Social Work Standards of Cultural Competence: A Model for Global Community Engagement

By James Smith.

Published by The International Journal of Organizational Diversity

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Article: Print $US10.00
Article: Electronic $US5.00

As sentient beings, humans interact with the external social, political, and economic infrastructure of the world to meet individual needs or desires and address emotions that arise from such interaction. Emotions provide information for making evaluative judgments and decisions. They are integral and significant to human interaction; emotions underlie all behavioral motivation. Emotionally, people feel insecure with inherent differences in the world community. Emotional disconnection or distance prevents positive communication across the socially constructed boundaries of gender, race/ethnicity, culture, religion, and national origin, making it easy to justify and engage in biased, discriminatory, or prejudicial behavior, injustices, and violence/war. Understanding and emotionally connecting to the humanity of others is essential for respect and dignity in interpersonal/intrapersonal interaction. This exploratory, conceptual paper suggests that standards of cultural competence can be fundamental in ensuring that members of the global community feel secure and thus facilitate competence in individual engagement within the global community. Literature suggests that when individuals understand their emotions and have standards of interaction as a guide, the probability of interacting appropriately with differentiated others increases. This article posits positive, global, cross-cultural dialogue and engagement that involves emotion, the human need for respect, dignity and security, and a connection to our common humanity; however, there need to be rules for engagement. The National Association of Social Workers’ (NASW) Cultural Competence Standards could provide the basis for researching and developing these “rules of engagement”, an archetype foundation for cross-cultural communication providing a common basis for sensitive individuals and global interaction.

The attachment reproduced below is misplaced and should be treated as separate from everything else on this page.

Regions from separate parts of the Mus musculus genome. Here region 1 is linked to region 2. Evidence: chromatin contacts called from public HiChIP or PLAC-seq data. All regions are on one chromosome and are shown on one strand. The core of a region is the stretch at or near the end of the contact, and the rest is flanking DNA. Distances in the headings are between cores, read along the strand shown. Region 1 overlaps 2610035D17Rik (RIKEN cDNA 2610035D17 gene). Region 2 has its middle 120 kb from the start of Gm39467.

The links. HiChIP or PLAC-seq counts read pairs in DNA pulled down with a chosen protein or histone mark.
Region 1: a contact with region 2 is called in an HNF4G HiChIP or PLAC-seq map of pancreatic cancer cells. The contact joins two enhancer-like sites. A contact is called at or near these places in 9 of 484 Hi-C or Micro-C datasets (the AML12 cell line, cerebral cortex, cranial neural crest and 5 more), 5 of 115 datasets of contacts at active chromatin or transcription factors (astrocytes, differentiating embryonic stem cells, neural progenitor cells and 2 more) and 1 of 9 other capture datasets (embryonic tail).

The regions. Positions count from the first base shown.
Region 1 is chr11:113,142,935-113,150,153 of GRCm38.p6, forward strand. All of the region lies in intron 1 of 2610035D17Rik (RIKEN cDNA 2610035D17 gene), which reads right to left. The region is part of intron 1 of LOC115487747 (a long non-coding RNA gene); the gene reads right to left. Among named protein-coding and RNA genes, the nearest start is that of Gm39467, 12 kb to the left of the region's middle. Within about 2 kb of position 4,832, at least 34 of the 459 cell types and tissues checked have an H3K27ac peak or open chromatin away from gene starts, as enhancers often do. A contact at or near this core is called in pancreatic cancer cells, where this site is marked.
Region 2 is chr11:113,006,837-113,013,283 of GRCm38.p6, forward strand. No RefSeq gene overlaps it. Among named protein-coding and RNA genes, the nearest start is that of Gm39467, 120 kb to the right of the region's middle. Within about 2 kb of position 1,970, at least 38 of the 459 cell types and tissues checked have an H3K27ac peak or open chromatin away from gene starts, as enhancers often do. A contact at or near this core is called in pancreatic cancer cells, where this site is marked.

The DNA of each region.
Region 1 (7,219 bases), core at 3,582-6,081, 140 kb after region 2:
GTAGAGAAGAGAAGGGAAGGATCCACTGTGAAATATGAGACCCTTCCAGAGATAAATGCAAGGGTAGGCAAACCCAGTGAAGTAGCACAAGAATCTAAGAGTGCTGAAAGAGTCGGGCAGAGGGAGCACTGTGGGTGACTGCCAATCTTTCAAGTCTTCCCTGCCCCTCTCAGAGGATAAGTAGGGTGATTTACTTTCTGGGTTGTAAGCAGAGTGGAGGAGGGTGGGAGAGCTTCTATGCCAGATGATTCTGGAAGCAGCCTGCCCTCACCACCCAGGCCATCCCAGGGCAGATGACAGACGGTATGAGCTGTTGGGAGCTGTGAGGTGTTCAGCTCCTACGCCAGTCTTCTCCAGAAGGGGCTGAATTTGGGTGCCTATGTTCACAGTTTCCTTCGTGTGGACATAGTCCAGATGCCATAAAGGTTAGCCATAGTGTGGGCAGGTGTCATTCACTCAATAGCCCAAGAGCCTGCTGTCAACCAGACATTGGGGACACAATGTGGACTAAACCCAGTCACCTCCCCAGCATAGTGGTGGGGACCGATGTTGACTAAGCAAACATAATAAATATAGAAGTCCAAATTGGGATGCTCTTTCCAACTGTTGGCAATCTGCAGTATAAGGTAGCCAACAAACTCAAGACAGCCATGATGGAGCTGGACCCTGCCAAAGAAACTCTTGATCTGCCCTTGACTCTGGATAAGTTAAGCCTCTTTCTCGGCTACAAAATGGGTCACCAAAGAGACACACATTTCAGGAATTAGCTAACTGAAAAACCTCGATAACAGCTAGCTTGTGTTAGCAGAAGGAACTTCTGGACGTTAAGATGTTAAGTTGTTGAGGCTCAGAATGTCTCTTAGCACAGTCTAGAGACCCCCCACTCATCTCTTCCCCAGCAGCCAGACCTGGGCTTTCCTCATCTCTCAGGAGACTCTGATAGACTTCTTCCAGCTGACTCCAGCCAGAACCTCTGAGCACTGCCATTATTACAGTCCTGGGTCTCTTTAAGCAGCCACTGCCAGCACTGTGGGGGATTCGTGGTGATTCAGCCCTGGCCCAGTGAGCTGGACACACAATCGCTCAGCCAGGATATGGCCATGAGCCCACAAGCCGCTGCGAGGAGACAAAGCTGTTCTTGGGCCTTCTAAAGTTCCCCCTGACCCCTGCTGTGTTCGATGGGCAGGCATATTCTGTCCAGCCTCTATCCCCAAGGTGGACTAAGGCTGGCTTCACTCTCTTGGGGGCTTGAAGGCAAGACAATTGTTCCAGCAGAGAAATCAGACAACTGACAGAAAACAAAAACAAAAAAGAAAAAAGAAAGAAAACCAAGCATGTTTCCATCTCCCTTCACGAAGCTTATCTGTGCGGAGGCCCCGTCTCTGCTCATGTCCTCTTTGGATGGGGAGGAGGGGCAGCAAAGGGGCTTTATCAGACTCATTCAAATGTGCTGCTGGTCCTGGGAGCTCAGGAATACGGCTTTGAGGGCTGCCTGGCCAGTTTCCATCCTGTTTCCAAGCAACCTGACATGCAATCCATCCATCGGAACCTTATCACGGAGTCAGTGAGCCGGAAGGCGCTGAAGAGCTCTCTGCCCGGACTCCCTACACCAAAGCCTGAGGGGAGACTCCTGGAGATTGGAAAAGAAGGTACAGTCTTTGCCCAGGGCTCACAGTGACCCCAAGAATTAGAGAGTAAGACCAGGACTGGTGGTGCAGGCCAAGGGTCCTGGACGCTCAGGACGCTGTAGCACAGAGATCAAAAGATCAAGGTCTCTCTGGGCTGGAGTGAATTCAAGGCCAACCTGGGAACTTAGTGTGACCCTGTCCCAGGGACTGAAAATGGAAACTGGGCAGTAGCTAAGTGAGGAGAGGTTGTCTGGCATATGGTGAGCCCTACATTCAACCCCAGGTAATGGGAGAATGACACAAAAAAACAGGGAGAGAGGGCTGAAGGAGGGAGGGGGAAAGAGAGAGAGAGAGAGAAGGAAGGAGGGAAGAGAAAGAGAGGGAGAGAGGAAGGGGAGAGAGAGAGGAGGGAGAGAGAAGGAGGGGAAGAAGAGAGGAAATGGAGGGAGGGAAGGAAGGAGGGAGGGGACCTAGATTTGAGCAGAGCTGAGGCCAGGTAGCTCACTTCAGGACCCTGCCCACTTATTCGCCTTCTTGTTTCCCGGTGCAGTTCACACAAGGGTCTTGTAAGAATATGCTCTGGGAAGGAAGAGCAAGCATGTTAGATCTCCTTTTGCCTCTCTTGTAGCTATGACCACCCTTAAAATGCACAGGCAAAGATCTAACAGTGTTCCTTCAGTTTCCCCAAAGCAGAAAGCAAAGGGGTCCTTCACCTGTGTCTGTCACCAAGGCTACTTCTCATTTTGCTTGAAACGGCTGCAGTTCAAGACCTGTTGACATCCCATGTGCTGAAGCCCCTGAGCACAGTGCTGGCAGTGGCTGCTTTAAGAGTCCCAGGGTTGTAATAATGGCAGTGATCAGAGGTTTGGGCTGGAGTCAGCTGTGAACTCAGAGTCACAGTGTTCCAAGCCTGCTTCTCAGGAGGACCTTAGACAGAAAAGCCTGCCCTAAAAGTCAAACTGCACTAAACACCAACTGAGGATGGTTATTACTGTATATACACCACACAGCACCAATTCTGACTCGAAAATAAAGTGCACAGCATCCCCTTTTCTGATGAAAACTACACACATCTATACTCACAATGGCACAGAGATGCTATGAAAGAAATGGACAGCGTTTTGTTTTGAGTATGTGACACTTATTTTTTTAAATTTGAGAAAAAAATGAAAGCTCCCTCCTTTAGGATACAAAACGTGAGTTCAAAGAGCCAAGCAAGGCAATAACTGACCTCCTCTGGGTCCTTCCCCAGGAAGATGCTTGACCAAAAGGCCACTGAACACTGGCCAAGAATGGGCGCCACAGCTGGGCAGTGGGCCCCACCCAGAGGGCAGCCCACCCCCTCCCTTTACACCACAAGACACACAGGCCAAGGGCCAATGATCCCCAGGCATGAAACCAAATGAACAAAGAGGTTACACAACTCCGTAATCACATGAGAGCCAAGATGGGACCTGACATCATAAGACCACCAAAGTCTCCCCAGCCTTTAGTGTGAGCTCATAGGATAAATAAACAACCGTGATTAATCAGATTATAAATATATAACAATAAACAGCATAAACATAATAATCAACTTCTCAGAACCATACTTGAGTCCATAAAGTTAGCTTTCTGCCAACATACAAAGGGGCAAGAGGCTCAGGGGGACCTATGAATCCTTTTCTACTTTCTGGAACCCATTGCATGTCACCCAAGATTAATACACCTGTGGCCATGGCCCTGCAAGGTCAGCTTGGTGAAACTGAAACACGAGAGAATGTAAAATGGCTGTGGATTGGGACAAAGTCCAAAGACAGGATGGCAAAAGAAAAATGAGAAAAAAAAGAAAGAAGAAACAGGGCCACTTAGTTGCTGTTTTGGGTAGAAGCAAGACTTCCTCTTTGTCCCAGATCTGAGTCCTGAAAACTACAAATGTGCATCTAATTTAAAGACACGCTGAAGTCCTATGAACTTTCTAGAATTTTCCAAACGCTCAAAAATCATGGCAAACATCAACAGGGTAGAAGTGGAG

Keywords: Emotions, Culture, Competence, Globalization, Ethics, Values

The International Journal of Organizational Diversity, Volume 15, Issue 2, June 2015, pp.13-25. Article: Print (Spiral Bound). Article: Electronic (PDF File; 389.167KB).

Dr. James Smith

Professor, Department of Social Work, School of Applied Studies, Washburn University, Topeka,, Kansas, USA